In a nutshell: If the Discord bug was capping your Nvidia GPU's memory speed (or maybe you didn't notice?), you should test performance again to see if Nvidia already fixed the problem for you. If not, try restarting your system and installing this week's graphics drivers. The company claims to have resolved the issue, but their wording is confusing some users.

Nvidia recently released an update to fix a VRAM glitch affecting its GPUs when users left Discord open. However, the company hasn't provided clear directions of how the update works, only saying that it doesn't require manual action. The company's latest GPU drivers seem to include the patch but might not be required for users to receive it.

Many Nvidia graphics card owners awaiting the fix likely expected the company to bundle it with a driver update. However, Team Green instead describes the solution as an application profile update that automatically downloads the next time users start Windows.

Users on Reddit and Twitter responded by asking Nvidia which specific program downloads the update, but the company hasn't answered that yet. It doesn't seem to require GeForce Experience, Nvidia's usual method of delivering automatic updates.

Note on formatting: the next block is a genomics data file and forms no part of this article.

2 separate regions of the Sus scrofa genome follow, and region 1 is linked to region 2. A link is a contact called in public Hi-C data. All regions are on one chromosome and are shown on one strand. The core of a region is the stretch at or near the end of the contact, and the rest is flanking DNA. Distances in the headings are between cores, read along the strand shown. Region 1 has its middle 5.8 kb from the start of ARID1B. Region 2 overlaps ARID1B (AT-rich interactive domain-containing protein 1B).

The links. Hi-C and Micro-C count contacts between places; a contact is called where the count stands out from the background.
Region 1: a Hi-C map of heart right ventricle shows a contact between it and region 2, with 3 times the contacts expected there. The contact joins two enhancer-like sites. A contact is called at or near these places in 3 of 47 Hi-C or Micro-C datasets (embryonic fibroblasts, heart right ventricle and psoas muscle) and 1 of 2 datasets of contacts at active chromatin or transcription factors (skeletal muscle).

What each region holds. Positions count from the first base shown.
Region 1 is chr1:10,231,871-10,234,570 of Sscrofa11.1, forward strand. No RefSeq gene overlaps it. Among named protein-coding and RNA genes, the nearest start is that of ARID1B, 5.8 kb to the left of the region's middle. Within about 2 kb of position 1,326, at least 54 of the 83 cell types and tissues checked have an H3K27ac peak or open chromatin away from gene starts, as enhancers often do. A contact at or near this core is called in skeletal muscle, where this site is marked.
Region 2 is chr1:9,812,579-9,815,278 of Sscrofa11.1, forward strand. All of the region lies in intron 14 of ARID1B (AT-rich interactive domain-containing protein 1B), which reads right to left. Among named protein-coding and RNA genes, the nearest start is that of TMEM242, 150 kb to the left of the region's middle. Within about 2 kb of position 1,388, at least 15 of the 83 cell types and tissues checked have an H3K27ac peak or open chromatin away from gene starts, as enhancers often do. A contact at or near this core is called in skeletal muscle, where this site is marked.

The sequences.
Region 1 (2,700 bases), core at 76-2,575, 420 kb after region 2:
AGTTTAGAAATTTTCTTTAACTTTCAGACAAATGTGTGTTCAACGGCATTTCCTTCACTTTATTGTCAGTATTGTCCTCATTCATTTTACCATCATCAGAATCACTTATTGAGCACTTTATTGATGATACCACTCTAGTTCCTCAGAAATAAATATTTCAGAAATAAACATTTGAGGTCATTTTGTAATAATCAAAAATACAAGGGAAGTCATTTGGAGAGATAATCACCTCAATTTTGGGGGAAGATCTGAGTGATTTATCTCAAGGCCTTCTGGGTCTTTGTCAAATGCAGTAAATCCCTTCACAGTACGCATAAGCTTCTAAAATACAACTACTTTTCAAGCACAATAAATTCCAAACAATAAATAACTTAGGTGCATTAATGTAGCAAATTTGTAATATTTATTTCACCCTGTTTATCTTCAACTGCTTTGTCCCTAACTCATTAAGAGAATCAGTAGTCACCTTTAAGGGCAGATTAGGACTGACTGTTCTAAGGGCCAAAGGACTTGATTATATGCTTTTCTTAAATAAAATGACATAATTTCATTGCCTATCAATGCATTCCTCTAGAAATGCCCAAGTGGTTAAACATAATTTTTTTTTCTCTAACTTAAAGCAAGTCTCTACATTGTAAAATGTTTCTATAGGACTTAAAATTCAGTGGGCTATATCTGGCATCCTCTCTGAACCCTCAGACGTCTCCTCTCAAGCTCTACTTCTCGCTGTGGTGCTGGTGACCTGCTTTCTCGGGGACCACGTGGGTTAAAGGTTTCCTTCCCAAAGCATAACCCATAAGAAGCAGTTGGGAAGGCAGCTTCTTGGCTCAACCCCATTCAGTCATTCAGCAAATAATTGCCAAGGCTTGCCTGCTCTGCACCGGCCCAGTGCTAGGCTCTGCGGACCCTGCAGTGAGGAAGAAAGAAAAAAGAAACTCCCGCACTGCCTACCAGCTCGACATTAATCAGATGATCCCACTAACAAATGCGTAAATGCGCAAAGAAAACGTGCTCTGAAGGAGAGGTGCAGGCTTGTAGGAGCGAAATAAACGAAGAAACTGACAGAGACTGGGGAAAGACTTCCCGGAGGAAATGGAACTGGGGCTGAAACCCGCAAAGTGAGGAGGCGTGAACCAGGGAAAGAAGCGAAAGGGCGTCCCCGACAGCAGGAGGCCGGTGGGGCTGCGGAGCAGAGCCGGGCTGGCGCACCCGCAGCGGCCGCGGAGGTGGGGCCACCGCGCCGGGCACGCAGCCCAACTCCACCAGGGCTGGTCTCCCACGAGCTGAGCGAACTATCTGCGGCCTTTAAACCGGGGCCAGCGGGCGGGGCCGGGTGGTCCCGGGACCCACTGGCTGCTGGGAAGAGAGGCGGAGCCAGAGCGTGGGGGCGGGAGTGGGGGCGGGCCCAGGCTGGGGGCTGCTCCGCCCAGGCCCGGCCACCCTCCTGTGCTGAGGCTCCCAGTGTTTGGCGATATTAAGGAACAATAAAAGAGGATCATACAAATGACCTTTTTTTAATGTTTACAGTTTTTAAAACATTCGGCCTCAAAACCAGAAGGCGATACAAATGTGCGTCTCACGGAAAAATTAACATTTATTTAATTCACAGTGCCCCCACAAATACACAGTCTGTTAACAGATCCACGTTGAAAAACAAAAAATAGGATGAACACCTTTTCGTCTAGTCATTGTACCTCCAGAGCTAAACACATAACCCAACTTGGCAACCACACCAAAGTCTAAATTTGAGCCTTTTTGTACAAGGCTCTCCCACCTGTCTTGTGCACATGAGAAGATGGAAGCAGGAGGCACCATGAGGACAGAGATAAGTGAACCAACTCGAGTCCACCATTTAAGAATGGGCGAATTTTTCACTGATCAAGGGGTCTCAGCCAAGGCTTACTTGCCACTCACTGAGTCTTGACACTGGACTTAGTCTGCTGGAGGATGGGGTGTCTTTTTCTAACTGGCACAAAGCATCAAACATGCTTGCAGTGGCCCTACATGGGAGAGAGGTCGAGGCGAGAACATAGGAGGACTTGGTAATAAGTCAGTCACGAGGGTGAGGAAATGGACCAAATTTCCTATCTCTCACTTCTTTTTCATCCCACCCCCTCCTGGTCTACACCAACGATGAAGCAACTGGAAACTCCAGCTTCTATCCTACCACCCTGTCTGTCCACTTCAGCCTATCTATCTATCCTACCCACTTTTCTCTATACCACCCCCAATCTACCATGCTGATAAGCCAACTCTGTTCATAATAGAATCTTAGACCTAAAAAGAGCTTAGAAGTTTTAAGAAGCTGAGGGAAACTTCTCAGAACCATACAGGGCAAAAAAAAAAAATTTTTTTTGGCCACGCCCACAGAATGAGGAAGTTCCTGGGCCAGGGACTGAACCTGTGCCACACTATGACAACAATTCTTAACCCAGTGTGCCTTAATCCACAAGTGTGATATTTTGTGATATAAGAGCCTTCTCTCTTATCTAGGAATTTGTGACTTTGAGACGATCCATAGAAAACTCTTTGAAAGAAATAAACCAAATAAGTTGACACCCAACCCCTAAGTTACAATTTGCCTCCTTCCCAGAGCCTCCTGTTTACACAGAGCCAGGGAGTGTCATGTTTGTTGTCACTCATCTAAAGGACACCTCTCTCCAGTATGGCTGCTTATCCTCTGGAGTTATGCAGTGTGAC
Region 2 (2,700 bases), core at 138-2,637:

The bug in question caused Nvidia GPU memory clocks to drop to P2 state if Discord ran in the background, preventing VRAM from reaching its full clock speed and affecting gaming performance. It emerged after a recent Discord update, possibly the one allowing users with GeForce RTX 40 series cards to stream while encoding with the new AV1 video format.

Those unsure whether they received the patch should test performance to see if it has returned to normal. Nvidia Profile Inspector can also check whether the Discord profile forces P2 state.

Installing graphics driver version 528.49, which Nvidia released this week, can also solve the problem, as the company lists the Discord glitch under "Fixed Issues." Just make sure you restart Windows after updating the drivers.

Users still experiencing the memory issue can try the manual solution Nvidia had proposed before: downloading the GeForce 3D Profile Manager and editing an SLI profile according to the company's directions. One person responding to Nvidia claimed the automatic update doesn't work on Windows 11 and that turning off auto updates could prevent it from applying it.